One thing to be noted when following my recipes;  I recommend brands for a reason. In this recipe the Carmelina Brands canned beans have been chosen for several reasons, number one I don’t have enough time to make beans myself and no one else I know of makes them taste as good with such low sodium: 90mg! Food that tastes great raw requires less cooking and retains the most nutrients. So, simple cooking (I am referring to it as combining) is key.  Knowing the company and what they stand for is also important.  The Carmeilna brand is a preservative free, high-quality, all-natural organic food that has no added sodium, that’s about as safe as you’re going to get.

While this may sound rare and complicated, I do believe that bigger corporations are realizing that caring can be a win win relationship.  Look at Whole Foods, while I wouldn’t complain if they lowered their prices, they are a good example of making positive change in health and environmental awareness.

The next time you’re at the grocery think twice before grabbing the first can you see.  When the Carmelina Brands garbanzos weren’t available at Whole Foods for me, I ended up grabbing Isola Garbanzo Beans instead.  The can said organic and I tend to associate that with tasty, especially when I am at Whole Foods. Most times those products are better, not only tasting, but for the environment.  Well in this instance, my theory did not hold true. The beans tasted like they had been soaked in a dirty sodium filled sock. I don’t know what that says about me considering I ate them anyway, but had I taken thirty seconds to note the high sodium content, I may have been enticed to try a better choice.  Taking an extra minute to read the nutrition label and heed health recommendations will lead to more nutritious choices, and, of course, avoidance of recipe wreckage!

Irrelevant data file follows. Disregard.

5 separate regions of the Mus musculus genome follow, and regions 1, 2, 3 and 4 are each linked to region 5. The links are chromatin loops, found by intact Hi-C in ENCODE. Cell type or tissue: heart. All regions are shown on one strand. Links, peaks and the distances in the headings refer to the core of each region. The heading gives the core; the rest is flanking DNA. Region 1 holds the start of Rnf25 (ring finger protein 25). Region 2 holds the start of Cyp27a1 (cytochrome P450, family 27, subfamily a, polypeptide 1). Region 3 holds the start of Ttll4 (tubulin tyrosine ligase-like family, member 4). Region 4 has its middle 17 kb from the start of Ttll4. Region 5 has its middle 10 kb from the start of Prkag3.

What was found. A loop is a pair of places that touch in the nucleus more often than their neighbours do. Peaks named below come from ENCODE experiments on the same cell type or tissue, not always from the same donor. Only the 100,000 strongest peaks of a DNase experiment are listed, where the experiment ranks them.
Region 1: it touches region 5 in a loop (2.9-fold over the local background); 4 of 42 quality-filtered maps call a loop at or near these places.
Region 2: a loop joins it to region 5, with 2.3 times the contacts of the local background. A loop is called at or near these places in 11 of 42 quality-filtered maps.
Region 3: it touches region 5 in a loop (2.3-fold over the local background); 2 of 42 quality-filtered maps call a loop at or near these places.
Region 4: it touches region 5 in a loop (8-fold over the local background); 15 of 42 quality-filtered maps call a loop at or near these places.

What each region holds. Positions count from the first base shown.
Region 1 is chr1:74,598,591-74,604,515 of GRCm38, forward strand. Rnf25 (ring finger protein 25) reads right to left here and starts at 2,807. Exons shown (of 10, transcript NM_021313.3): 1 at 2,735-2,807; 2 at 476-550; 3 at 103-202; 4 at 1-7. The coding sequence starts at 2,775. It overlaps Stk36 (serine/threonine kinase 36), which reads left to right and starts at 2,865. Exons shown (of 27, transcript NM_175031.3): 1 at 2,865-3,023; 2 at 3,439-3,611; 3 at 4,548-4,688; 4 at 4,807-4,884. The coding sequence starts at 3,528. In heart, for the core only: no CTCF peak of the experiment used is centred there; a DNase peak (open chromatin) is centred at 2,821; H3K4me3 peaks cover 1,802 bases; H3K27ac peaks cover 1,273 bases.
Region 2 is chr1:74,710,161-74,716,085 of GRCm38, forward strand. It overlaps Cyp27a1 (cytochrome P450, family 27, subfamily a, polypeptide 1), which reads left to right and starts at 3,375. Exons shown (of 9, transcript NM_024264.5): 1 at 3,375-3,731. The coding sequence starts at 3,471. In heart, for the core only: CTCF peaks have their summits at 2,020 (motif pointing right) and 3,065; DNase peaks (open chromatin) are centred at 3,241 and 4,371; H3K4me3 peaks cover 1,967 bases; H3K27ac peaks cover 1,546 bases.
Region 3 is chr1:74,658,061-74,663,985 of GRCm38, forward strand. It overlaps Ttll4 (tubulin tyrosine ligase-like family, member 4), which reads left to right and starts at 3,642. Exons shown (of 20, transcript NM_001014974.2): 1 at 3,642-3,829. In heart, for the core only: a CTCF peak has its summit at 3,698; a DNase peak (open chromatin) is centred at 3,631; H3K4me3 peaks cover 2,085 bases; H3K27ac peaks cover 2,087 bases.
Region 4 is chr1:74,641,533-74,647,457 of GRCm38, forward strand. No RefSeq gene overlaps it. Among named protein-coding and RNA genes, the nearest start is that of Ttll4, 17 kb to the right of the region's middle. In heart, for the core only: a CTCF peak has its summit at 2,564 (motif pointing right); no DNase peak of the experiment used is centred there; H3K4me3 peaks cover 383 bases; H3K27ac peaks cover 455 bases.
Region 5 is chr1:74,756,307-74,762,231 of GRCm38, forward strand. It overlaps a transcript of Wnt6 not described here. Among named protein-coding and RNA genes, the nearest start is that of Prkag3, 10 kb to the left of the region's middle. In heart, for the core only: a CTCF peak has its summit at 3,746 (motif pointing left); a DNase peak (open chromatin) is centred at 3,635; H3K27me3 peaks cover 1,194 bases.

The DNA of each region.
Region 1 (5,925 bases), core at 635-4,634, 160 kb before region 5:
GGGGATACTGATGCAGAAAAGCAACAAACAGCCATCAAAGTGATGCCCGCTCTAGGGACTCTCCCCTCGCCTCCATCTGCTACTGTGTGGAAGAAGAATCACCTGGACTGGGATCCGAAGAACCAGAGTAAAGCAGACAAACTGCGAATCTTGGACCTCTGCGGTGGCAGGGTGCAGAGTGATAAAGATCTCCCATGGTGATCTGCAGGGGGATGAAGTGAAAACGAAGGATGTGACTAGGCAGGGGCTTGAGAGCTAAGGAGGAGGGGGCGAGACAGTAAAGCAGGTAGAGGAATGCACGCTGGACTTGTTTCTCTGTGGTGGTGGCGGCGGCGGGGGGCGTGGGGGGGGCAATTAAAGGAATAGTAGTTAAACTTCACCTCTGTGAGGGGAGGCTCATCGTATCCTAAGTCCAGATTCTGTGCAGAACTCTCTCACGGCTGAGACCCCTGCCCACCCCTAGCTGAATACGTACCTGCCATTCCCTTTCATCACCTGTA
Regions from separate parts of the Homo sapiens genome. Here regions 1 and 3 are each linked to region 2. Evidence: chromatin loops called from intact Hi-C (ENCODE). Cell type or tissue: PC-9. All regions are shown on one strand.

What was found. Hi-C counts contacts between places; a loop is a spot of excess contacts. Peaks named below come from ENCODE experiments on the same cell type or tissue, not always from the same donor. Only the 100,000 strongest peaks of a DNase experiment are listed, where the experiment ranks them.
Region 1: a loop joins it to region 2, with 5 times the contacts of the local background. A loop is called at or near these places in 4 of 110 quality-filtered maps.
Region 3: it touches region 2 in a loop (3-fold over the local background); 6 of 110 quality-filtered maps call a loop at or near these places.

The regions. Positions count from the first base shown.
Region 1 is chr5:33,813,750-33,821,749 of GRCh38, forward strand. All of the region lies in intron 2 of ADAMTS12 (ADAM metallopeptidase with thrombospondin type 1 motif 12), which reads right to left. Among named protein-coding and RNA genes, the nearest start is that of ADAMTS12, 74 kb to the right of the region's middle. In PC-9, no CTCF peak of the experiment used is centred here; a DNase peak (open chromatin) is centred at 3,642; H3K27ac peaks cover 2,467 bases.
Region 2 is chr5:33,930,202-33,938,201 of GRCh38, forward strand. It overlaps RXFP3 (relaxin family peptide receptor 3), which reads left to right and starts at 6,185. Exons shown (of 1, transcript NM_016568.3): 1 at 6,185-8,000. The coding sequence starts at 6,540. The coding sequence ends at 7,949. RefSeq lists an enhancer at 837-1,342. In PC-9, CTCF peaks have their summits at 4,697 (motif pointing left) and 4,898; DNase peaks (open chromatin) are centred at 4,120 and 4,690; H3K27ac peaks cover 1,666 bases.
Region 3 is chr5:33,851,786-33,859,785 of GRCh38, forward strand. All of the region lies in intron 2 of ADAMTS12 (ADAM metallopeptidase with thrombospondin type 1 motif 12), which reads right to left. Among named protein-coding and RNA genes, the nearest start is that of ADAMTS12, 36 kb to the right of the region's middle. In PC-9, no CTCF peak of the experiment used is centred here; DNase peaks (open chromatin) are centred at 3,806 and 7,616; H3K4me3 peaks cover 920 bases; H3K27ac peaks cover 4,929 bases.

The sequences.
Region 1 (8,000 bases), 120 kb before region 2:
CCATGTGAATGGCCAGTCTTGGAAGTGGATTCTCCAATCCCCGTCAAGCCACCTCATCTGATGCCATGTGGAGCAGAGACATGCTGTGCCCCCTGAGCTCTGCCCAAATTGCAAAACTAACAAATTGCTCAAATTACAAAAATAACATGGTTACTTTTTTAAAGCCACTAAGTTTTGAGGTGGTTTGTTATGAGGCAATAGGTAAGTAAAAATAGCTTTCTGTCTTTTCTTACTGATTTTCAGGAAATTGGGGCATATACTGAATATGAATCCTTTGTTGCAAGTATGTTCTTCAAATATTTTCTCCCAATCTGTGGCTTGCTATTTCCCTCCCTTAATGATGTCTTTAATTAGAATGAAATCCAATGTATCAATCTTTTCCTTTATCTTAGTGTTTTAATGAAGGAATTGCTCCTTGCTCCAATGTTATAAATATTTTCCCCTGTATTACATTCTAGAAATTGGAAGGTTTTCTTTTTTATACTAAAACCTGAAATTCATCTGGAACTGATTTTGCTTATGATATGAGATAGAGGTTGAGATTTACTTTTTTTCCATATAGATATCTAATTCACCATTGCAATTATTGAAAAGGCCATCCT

We only get one body we need to take care of it!  Remember, long-term high sodium intake causes damage in the lining of blood vessels that may eventually become irreversible.  Apparently, once you’ve developed hypertension in this way, lowering your salt intake usually isn’t enough to normalize your blood pressure according to Dr. Fonarow.  So be an informed consumer and make the best choice for your well-being! As consumers we are the ones contributing to what is being offered in the market.  The food industry is not looking out for our health; therefore, we must be cognizant of our own health.  Reading nutrition labels is great place to start.

Two steps to incorporate this week to start making a difference:

  • Buy products that have lower sodium, (if they taste good of course)
  • Limit the high sodium foods, including restaurant foods that we demand.

Informed consumers taking responsibility for their health will help alleviate the need for government intervention and control on how much sodium is allowed in products. Fonarow M.D., assistant professor of medicine, Harvard Medical School, & associate physician in renal medicine says the key to high blood pressure prevention is moderation and watchful management of other cardiovascular risks. Fonarow’s words are similar to many health care providers’ and my own beliefs.  He says, “Avoid a high-salt diet, but also don’t smoke, watch your weight, keep your cholesterol down, and manage your blood pressure,” he said. “Those factors are probably even more important.”

Key points for better health: exercise regularly, and moderate the things you know are unhealthy.  Keep an eye out for products and businesses that are promoting health; real well-being is what we are seeking, not some shortcut pill, surgery, or diet.

Mangia Bene! (Eat Well) To Live well!


Long-Term Salty Diets Tied Again to High Blood Pressure But eating sodium-rich foods over the short term doesn’t have the same effect, study suggests By Barbara Bronson Gra

CDC Weekly Publication, 2/7/2012